Iraq’s Eternal War

Back in my student days, one of my fellow student introduced me to the USA based “Time” magazine. Spurred on by various incentives, I have subscribed to it ever since, although I have to confess that more often than not I don’t get to read much of each new edition that comes through my door each week. My rationale for continuing is that while there may be a slightly liberal bias, I find the reporting on the whole fair and succinct and deals with matters of international importance that don’t get covered by the regular British media.

Having just completed reading one of its latest featured stories: “Iraq’s Eternal War – the sudden military victories of a Sunni militant group threaten to touch off a maelstrom in the Middle East”, I was left not just having been suitably enlightened but shell shocked also. In the interest of brevity, I will not relate all that I gleaned from this article, which was significant, but focus on relating this new learning with various things going on around me, in my own local situation, yet having significant global implications.

I needed to read the article three times to take in the salient points – one being trying to understand the difference between Sunni and Shi’itee Muslims, not just theologically but also relating to the history and geography of the Middle East, e.g. which countries are dominated by which branch of Islam, how this came about and what are the implications. While my local Muslim friends may be correct when they say don’t read too much into the differences between these two groups, since both groups are Muslims and comprise many sincerely seeking to follow the teachings of the Koran, the reality is there are differences and these do relate to some of the present conflicts, which is as much to do with power as theology.

The article begins: “As the brutal fighters of the Islamic State of Iraq and Greater Syria (ISIS) rampaged through northern Iraq in mid-June…” It traces the rise of ISIS with its savagely violent and radical agenda and how it relates to the various conflicting power centres in the Middle East. It has already taken over a significant chunk of Iraq and as a group continues to grow in power and influence. It begs such questions: what next and how should western powers respond? Having invested significant store in terms of money, lives and resources toppling the Saddam regime, it looks as if the region might end up with something maybe a lot worse, all begging the question of the wisdom of past US/UK actions?

So let me declare my interest, which are several. Twice in the past week different Christian groups have pointed to the oppression of some of the Christians living in the region, whose past presence has been significant, indeed dominant in pre-Islam days, and still is, and this is partly as a consequence of the rise of groups like ISIS. If I take my faith seriously, I cannot ignore these things although, other than entreating Almighty God through prayer, I’m not quite sure what I can do. As a citizen of this country, with limited confidence in the powers that be to sufficiently understand what is going on and even less to make the appropriate responses, I feel I need to add my weight in suggesting / making what could and should be done.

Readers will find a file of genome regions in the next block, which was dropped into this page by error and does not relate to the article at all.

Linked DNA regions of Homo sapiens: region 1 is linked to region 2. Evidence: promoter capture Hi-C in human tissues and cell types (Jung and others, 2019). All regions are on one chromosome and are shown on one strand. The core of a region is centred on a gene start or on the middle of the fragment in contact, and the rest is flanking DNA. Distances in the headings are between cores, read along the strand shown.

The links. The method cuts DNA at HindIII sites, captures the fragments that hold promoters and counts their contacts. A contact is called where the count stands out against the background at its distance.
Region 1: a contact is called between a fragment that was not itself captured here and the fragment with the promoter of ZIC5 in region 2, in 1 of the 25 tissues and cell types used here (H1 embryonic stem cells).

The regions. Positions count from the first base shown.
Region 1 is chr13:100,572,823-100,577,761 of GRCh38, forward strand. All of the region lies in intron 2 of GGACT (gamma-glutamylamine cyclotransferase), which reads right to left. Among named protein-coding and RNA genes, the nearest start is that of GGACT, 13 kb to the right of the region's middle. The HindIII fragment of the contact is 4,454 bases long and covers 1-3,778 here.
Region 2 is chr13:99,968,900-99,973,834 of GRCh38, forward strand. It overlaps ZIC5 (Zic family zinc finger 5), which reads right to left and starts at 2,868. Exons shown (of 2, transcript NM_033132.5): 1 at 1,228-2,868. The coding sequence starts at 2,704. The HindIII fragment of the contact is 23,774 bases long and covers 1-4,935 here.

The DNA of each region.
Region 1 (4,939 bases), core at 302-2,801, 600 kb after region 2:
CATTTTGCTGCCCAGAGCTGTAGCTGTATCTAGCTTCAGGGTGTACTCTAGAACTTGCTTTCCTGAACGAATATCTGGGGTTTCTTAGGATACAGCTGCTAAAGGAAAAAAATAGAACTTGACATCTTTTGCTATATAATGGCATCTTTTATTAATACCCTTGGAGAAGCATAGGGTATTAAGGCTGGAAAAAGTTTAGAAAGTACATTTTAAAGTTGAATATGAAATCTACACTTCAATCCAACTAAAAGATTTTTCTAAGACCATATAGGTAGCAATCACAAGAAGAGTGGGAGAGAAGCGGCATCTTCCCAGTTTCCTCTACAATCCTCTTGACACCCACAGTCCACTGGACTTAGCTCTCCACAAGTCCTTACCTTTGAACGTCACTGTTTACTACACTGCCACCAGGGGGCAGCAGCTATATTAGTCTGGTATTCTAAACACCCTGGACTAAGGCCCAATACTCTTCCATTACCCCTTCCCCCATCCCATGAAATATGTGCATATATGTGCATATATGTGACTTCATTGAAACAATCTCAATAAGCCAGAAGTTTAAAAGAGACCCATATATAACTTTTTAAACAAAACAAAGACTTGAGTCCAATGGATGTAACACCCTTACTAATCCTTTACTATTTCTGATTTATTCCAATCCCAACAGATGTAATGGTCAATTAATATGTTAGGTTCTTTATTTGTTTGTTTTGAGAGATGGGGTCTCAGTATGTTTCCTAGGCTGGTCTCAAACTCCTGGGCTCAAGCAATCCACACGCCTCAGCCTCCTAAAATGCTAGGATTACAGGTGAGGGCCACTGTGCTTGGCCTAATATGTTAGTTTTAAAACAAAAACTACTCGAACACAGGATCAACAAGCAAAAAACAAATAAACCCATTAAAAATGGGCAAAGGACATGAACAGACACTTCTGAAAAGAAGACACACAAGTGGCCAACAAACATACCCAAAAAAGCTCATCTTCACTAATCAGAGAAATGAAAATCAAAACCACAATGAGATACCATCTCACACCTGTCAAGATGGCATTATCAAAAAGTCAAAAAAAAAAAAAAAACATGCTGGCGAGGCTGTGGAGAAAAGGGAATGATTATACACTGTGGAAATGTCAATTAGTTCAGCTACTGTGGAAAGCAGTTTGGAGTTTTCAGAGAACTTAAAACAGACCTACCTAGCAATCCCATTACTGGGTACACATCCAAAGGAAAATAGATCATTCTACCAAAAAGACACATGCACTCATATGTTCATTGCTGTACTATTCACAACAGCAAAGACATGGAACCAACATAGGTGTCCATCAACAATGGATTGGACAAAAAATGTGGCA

Mindful also that Islam is on a steep rise in the UK, both numerically and in terms of influence, evidenced in the past few weeks by stories of state schools being taken over by supporters of Islam in order to propagate an “Islamist” agenda, I can’t help but want to relate these things to what is happening on the International stage. I know a number of local Muslims and regard some of them as friends. I recognize they are peace loving people, community minded and good citizens, a far cry from the radical extremist stereotype that many fear. While I do not doubt that may also be generally true, what cannot be ignored is that it is these less desirable elements that tend to hold sway in many Muslim lands and this alone should make us concerned and watchful.

Then there is the subjects that won’t go away of Israel and instability in the Middle East, particularly, and despite what took place in the recent “Arab Spring”. The radical extreme of Islam appears to be in the ascendancy, and this should raise concerns over Israel’s security and how Israel and the rest of the world is to respond. In the past week, one of my anti-Zionist Facebook friends challenged me as to how I should respond to the oppression of Palestinian narrative argued in videos like this. I agree this is a complex issue, more connected to questions of social justice than who the land belongs to, but also it cannot be divorced from the issues raised in the Time magazine article, as much as we might wish it were.

One of my heroes of the faith, Billy Graham, once urged Christians not only to study the Bible but also to read the newspaper, as the world events that are taking place in these last days are often related to what the Bible says will happen. I am also reminded of and inspired by “the children of Issachar, which were men that had understanding of the times, to know what Israel ought to do” (1 Chronicles 12v32a). For “the children of Issachar”, read me and you if you are up for the challenge and, as for “Israel”, read the church or this nation. We are called to watch and pray and also, and may God help us in this, to respond to these incredible events quickly unfolding before our very eyes, in an appropriate manner.

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